An important aspect of vacuum insulation is the so-called total voltage phenomenon. In this mode, breakdown is related not only to the electric field and growth of whiskers on a metal surface but also to the total voltage between the electrodes. The detailed mechanism is still somewhat obscure but it is accepted that when ions strike an insulating layer on an electrode, both positive and negative secondary particles are produced. Above a critical total voltage between the electrodes, the value of which depends upon materials and surface conditions, the energy of the secondary ions becomes great enough that regenerative flow of positive and negative ions (and possibly electrons) can build up exponentially between the electrodes leading to a microdischarge. In practice, using polished stainless steel or titanium a single gap can reliably hold off between 80-100 kV. In the instrument described here, properly graded, intermediate shields (17) must be employed wherever the total voltage is greater than about 80 kV.
While the beam power needed for acceleration is vanishingly small (˜10-5 Watts for accelerating the expected molecular currents), a small amount of power will be lost due to circulating currents in the capacitors and rectifiers of the power supply. Thus, some cooling is essential. This can be achieved by passing high resistivity water through small diameter polyethylene tubing (18) spiraling along the length of the acceleration stages and the column. At each electrode the water, itself, makes electrical contact allowing the water column to not only provide cooling, but also provide electrostatic grading of the whole assembly plus a continuous measurement of the acceleration voltage. The precise value of the water resistivity is not critical as it will be continuously monitored. A desirable current drain is about 100 microamperes. Using an industrial deionizer, it is easy to maintain the resistivity of water above 5 Megohm.cm.
A schematic of the power supply used in the preferred embodiment is shown in FIG. 3. For 150 kV acceleration voltage, the circuit consists of a 4-stage full-wave Cockcroft-Walton rectifier array (18) driven by a 20 kHz oscillator (20). The individual rectifiers (21) are assembled from six commercial silicon diodes potted together and connected in series. A small (10 pF) ceramic capacitor must be placed across each diode to equalize the inverse voltages. Those skilled in the art will recognize that there are many variations to the above design that would also be satisfactory.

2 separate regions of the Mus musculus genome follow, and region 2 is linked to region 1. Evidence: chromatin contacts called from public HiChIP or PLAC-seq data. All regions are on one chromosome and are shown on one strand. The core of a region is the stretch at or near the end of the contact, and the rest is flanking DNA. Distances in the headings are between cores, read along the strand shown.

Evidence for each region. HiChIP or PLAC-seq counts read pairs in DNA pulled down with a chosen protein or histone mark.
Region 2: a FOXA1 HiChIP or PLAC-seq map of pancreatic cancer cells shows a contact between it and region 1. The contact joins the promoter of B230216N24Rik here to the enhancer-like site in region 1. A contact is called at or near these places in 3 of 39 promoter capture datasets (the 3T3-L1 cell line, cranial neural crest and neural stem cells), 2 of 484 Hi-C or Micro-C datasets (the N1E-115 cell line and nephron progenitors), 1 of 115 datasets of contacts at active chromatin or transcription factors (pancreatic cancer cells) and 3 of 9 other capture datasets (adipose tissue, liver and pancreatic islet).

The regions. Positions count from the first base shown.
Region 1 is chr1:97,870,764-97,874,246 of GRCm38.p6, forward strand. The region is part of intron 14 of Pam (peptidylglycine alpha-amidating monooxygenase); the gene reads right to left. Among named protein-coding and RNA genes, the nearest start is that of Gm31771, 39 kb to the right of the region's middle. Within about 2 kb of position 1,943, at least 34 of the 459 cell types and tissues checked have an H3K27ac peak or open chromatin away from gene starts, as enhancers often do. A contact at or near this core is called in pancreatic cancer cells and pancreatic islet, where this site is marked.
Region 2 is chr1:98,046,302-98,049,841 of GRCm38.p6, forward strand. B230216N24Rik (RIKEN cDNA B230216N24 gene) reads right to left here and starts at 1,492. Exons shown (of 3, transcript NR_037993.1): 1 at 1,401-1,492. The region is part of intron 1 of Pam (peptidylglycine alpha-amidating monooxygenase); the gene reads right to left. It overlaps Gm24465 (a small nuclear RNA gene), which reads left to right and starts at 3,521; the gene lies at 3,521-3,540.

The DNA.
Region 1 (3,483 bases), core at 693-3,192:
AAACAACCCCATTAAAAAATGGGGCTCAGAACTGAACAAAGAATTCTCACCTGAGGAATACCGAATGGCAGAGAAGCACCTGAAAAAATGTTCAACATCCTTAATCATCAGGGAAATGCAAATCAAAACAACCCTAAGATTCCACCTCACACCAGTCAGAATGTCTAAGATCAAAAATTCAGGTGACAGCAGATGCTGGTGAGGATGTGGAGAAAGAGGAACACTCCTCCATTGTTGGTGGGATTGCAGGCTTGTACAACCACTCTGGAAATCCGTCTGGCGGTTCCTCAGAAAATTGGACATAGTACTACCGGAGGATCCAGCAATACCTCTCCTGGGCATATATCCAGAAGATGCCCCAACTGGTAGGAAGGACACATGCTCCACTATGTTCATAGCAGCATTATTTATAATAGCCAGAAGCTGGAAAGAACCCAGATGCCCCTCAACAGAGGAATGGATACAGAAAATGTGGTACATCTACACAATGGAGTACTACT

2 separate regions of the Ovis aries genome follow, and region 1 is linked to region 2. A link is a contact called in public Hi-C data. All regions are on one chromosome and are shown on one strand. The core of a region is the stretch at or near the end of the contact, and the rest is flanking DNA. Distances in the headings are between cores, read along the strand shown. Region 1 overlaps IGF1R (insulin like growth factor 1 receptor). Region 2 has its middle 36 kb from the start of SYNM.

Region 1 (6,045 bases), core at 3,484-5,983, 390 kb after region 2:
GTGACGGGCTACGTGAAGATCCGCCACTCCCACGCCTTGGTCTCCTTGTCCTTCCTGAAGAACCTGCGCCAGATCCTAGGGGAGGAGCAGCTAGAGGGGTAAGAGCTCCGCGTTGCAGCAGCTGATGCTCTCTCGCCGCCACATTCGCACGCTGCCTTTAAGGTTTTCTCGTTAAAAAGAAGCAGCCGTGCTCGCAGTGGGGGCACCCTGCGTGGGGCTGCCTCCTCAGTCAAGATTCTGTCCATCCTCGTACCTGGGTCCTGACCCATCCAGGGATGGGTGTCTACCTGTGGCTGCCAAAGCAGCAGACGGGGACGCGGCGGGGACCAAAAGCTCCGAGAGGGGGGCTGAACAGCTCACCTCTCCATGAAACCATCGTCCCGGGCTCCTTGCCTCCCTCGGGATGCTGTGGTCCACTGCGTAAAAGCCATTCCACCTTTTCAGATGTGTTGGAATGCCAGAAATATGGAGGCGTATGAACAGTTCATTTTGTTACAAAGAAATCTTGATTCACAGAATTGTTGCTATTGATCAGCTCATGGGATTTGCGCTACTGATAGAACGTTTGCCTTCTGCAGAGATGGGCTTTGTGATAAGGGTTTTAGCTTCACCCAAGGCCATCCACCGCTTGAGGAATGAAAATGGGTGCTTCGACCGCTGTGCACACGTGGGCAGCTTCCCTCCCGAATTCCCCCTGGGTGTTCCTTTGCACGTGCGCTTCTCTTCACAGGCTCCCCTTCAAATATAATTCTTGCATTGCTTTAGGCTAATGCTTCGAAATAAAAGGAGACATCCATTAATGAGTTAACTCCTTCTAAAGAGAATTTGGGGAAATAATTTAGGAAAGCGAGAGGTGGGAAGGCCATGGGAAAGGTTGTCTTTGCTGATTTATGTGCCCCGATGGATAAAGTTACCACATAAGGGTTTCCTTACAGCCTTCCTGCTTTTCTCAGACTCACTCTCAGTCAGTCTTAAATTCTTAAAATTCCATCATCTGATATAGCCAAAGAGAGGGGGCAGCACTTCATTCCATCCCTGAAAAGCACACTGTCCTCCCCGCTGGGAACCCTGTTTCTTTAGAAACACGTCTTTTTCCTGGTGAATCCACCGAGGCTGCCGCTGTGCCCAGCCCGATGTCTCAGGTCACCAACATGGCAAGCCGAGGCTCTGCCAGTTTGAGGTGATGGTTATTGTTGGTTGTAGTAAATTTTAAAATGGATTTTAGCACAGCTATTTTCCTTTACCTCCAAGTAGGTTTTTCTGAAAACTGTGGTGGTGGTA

It can be seen from FIG. 3 that the a.c drive for the vacuum power supply (20 kHz in the preferred embodiment) is completely symmetrical; when one bank of drive capacitors (18) is providing a positive drive voltage, the other is providing a negative. Thus, there is a central neutral plane along the center of the power supply where the a.c. component of the voltage is always near zero. The acceleration electrodes are connected directly to these points. The dc voltage from electrode to electrode increases by twice the peak voltage applied to each column of the drive capacitors. Thus, in the preferred embodiment, the peak voltage to ground external to the vacuum enclosure is only 18.75 kV--a voltage that is easy to insulate and pass through commercially available pass-through insulators.
FIG. 4 is a schematic diagram showing the mechanical arrangement of the preferred embodiment of the power supply, electron stripper and second acceleration column. The drive capacitors, (22) support a series of half rings (23). The diode assemblies (21) are connected between the rings in the manner shown in the circuit of FIG. 3. The acceleration tube electrodes (24) are supported in the neutral plane at the junction point of the rectifiers (21). Negative ions from the source are focused through the stripping canal in the terminal by a gridded lens (25). Gas atoms leaving the end of the stripping canal are directed radially by the short pumping impedance (26). The positive ion acceleration tube consists of a series of plates (27) insulated from each other by ceramic cylinders (28). Water cooling channels (29) are bored through each metallic component within the whole accelerator to establish proper voltage distribution. An intermediate electrode (30) connected to the high energy acceleration column at its mid-point prevents total voltages greater than 80 kV between electrodes.